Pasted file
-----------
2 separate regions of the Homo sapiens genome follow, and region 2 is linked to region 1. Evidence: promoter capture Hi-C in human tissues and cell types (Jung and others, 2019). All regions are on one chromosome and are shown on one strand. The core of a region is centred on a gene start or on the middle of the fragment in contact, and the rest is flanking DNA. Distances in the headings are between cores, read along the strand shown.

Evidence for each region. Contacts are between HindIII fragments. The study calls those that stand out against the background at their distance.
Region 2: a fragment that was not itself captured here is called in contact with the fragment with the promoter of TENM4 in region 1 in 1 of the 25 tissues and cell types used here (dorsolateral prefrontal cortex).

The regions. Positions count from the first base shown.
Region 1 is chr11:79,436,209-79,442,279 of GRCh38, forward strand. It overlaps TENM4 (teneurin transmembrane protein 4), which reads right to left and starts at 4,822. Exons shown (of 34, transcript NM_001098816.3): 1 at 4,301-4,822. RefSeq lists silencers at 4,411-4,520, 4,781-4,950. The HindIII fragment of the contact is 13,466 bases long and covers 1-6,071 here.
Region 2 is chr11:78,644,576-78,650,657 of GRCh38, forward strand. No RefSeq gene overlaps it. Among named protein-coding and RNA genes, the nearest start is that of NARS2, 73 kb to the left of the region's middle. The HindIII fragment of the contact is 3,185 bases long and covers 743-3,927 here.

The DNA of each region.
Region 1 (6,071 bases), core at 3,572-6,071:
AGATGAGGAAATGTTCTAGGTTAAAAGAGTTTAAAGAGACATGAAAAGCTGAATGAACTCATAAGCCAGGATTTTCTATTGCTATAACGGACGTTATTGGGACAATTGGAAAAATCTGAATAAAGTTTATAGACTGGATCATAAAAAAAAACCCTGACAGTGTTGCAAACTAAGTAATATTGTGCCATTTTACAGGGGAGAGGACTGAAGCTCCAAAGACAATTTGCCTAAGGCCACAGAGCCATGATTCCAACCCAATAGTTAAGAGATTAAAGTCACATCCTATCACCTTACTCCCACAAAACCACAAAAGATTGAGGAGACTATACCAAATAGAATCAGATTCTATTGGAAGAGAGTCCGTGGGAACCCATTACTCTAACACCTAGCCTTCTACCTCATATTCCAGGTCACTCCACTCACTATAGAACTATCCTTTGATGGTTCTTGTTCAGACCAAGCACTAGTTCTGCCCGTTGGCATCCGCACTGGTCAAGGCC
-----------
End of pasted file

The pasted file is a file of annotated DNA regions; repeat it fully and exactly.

2 separate regions of the Homo sapiens genome follow, and region 2 is linked to region 1. Evidence: promoter capture Hi-C in human tissues and cell types (Jung and others, 2019). All regions are on one chromosome and are shown on one strand. The core of a region is centred on a gene start or on the middle of the fragment in contact, and the rest is flanking DNA. Distances in the headings are between cores, read along the strand shown.

Evidence for each region. Contacts are between HindIII fragments. The study calls those that stand out against the background at their distance.
Region 2: a fragment that was not itself captured here is called in contact with the fragment with the promoter of TENM4 in region 1 in 1 of the 25 tissues and cell types used here (dorsolateral prefrontal cortex).

The regions. Positions count from the first base shown.
Region 1 is chr11:79,436,209-79,442,279 of GRCh38, forward strand. It overlaps TENM4 (teneurin transmembrane protein 4), which reads right to left and starts at 4,822. Exons shown (of 34, transcript NM_001098816.3): 1 at 4,301-4,822. RefSeq lists silencers at 4,411-4,520, 4,781-4,950. The HindIII fragment of the contact is 13,466 bases long and covers 1-6,071 here.
Region 2 is chr11:78,644,576-78,650,657 of GRCh38, forward strand. No RefSeq gene overlaps it. Among named protein-coding and RNA genes, the nearest start is that of NARS2, 73 kb to the left of the region's middle. The HindIII fragment of the contact is 3,185 bases long and covers 743-3,927 here.

The DNA of each region.
Region 1 (6,071 bases), core at 3,572-6,071:
AGATGAGGAAATGTTCTAGGTTAAAAGAGTTTAAAGAGACATGAAAAGCTGAATGAACTCATAAGCCAGGATTTTCTATTGCTATAACGGACGTTATTGGGACAATTGGAAAAATCTGAATAAAGTTTATAGACTGGATCATAAAAAAAAACCCTGACAGTGTTGCAAACTAAGTAATATTGTGCCATTTTACAGGGGAGAGGACTGAAGCTCCAAAGACAATTTGCCTAAGGCCACAGAGCCATGATTCCAACCCAATAGTTAAGAGATTAAAGTCACATCCTATCACCTTACTCCCACAAAACCACAAAAGATTGAGGAGACTATACCAAATAGAATCAGATTCTATTGGAAGAGAGTCCGTGGGAACCCATTACTCTAACACCTAGCCTTCTACCTCATATTCCAGGTCACTCCACTCACTATAGAACTATCCTTTGATGGTTCTTGTTCAGACCAAGCACTAGTTCTGCCCGTTGGCATCCGCACTGGTCAAGGCC